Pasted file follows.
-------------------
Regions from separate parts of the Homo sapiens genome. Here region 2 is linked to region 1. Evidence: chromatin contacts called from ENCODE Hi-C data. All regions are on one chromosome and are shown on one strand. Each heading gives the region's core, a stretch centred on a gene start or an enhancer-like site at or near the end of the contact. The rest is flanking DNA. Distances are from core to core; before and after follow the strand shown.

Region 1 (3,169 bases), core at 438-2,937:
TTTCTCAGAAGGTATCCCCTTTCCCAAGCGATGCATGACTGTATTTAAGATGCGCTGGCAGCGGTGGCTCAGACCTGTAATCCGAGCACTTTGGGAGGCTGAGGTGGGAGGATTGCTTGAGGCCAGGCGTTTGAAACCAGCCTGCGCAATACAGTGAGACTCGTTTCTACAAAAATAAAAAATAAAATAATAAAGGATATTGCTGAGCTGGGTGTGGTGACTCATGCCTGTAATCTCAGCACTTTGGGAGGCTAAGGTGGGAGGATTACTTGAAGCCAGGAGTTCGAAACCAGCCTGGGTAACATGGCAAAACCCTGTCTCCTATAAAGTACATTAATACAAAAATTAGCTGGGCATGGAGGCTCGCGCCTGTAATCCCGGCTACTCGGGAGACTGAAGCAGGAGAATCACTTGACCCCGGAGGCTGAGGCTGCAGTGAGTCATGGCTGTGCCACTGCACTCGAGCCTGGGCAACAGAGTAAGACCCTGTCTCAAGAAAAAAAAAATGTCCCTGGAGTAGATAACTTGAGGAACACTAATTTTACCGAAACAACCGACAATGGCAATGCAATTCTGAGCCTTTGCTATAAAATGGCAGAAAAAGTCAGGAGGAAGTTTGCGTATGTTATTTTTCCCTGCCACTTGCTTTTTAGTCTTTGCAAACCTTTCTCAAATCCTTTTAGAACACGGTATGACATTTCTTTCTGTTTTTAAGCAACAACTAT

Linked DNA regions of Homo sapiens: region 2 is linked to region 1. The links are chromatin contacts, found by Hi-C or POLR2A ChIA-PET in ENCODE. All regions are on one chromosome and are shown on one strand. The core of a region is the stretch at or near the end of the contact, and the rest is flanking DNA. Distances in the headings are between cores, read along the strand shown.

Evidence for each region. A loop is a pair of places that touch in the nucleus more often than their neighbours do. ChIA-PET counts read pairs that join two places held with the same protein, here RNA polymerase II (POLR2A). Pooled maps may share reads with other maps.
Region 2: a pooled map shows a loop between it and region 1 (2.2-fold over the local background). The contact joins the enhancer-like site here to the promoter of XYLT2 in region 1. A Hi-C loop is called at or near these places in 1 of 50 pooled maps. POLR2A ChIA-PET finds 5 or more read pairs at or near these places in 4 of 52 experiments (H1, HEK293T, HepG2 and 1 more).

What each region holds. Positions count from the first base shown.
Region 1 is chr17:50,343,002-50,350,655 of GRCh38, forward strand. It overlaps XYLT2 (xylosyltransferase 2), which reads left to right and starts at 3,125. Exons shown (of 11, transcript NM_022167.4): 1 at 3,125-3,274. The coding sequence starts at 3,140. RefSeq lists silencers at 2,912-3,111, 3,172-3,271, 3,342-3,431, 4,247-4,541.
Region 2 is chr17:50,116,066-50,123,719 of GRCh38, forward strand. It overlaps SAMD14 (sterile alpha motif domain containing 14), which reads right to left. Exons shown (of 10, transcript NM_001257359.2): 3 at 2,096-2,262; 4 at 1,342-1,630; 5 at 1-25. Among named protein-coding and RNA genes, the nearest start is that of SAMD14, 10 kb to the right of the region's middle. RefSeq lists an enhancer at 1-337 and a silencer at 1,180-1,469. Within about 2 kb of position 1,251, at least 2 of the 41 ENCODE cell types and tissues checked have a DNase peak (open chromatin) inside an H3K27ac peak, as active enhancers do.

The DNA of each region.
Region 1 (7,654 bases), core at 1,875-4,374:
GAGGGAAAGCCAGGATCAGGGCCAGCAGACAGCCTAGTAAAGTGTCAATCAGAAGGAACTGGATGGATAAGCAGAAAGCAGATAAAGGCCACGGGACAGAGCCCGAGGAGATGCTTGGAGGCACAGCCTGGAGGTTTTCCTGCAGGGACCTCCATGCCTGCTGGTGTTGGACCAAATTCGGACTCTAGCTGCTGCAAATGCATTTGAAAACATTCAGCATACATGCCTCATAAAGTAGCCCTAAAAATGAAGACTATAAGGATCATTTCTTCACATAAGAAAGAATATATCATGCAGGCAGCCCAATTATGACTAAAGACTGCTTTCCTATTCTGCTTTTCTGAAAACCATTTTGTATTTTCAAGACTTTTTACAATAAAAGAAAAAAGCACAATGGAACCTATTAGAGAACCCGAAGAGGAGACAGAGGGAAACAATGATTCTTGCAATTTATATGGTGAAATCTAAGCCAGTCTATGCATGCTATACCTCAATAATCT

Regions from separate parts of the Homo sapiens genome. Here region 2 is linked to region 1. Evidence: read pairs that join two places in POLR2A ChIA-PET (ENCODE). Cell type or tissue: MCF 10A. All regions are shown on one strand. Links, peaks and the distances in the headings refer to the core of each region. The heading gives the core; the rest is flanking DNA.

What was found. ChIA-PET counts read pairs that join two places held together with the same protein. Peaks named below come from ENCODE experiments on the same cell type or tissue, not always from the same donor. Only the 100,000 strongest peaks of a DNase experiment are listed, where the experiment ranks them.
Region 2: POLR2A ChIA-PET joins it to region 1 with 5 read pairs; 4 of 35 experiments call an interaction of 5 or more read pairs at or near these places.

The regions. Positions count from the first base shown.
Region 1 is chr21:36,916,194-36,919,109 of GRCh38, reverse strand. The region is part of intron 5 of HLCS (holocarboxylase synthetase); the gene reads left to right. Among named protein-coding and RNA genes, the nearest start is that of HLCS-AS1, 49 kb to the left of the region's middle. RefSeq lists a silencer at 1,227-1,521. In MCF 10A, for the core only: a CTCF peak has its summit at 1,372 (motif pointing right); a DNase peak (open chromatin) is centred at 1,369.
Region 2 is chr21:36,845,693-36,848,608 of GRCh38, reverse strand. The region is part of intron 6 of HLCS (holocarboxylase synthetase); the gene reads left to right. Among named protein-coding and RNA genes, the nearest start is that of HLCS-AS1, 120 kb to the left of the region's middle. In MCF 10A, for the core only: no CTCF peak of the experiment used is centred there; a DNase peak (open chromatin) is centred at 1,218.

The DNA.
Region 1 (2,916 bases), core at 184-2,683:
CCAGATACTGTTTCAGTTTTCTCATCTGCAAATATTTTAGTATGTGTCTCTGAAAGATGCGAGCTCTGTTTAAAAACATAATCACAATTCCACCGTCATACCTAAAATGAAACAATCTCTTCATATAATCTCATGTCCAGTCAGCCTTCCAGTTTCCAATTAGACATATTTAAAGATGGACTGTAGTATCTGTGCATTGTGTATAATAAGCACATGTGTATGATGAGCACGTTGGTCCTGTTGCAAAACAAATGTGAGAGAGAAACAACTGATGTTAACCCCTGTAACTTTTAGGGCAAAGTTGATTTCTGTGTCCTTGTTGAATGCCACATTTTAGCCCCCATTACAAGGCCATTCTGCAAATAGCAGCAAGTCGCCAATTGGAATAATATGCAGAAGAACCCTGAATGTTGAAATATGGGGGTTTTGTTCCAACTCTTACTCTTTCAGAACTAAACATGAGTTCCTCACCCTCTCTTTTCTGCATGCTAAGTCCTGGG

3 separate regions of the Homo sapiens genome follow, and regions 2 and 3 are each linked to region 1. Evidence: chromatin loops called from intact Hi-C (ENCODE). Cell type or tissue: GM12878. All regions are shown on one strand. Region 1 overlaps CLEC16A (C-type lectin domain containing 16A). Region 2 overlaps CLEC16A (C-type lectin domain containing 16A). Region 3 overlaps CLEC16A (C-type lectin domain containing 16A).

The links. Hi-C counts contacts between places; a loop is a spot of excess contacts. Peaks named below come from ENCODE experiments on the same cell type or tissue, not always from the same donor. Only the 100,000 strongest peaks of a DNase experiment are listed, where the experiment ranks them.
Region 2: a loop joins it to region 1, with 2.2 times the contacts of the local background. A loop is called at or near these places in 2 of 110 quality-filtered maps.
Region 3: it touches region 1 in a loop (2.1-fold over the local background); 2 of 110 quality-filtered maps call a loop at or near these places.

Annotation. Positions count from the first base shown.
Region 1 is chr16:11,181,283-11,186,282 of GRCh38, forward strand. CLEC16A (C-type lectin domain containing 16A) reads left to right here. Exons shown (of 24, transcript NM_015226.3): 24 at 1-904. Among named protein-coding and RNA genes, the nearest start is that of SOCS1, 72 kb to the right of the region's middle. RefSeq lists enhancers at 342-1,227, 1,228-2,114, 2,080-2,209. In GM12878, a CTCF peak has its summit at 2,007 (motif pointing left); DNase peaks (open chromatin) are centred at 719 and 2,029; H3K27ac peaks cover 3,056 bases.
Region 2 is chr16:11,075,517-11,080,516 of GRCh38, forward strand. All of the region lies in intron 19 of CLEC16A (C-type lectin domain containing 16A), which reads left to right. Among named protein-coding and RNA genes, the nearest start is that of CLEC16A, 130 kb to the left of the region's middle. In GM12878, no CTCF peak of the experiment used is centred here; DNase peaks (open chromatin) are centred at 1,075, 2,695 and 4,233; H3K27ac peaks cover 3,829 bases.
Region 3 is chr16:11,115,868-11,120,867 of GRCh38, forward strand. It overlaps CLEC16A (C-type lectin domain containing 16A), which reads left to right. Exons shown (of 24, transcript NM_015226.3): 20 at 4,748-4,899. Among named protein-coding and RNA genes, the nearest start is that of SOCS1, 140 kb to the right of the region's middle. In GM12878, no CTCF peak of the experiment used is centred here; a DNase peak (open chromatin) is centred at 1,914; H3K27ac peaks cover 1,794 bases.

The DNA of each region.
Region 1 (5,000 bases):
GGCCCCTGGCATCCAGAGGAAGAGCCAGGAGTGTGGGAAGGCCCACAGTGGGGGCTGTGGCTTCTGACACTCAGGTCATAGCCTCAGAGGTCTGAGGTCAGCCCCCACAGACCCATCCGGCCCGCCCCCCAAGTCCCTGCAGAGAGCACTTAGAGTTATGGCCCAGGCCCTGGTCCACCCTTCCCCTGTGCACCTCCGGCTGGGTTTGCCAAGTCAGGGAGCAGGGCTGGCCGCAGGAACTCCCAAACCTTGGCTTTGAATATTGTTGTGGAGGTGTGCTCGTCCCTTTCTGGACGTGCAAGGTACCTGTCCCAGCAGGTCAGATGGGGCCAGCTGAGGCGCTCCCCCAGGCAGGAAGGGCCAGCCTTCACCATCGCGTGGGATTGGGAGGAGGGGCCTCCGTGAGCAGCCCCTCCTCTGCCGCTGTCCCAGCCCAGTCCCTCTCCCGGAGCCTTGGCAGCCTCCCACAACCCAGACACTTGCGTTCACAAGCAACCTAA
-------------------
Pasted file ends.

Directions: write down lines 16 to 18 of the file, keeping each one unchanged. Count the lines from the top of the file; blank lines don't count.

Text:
The regions. Positions count from the first base shown.
Region 1 is chr21:36,916,194-36,919,109 of GRCh38, reverse strand. The region is part of intron 5 of HLCS (holocarboxylase synthetase); the gene reads left to right. Among named protein-coding and RNA genes, the nearest start is that of HLCS-AS1, 49 kb to the left of the region's middle. RefSeq lists a silencer at 1,227-1,521. In MCF 10A, for the core only: a CTCF peak has its summit at 1,372 (motif pointing right); a DNase peak (open chromatin) is centred at 1,369.
Region 2 is chr21:36,845,693-36,848,608 of GRCh38, reverse strand. The region is part of intron 6 of HLCS (holocarboxylase synthetase); the gene reads left to right. Among named protein-coding and RNA genes, the nearest start is that of HLCS-AS1, 120 kb to the left of the region's middle. In MCF 10A, for the core only: no CTCF peak of the experiment used is centred there; a DNase peak (open chromatin) is centred at 1,218.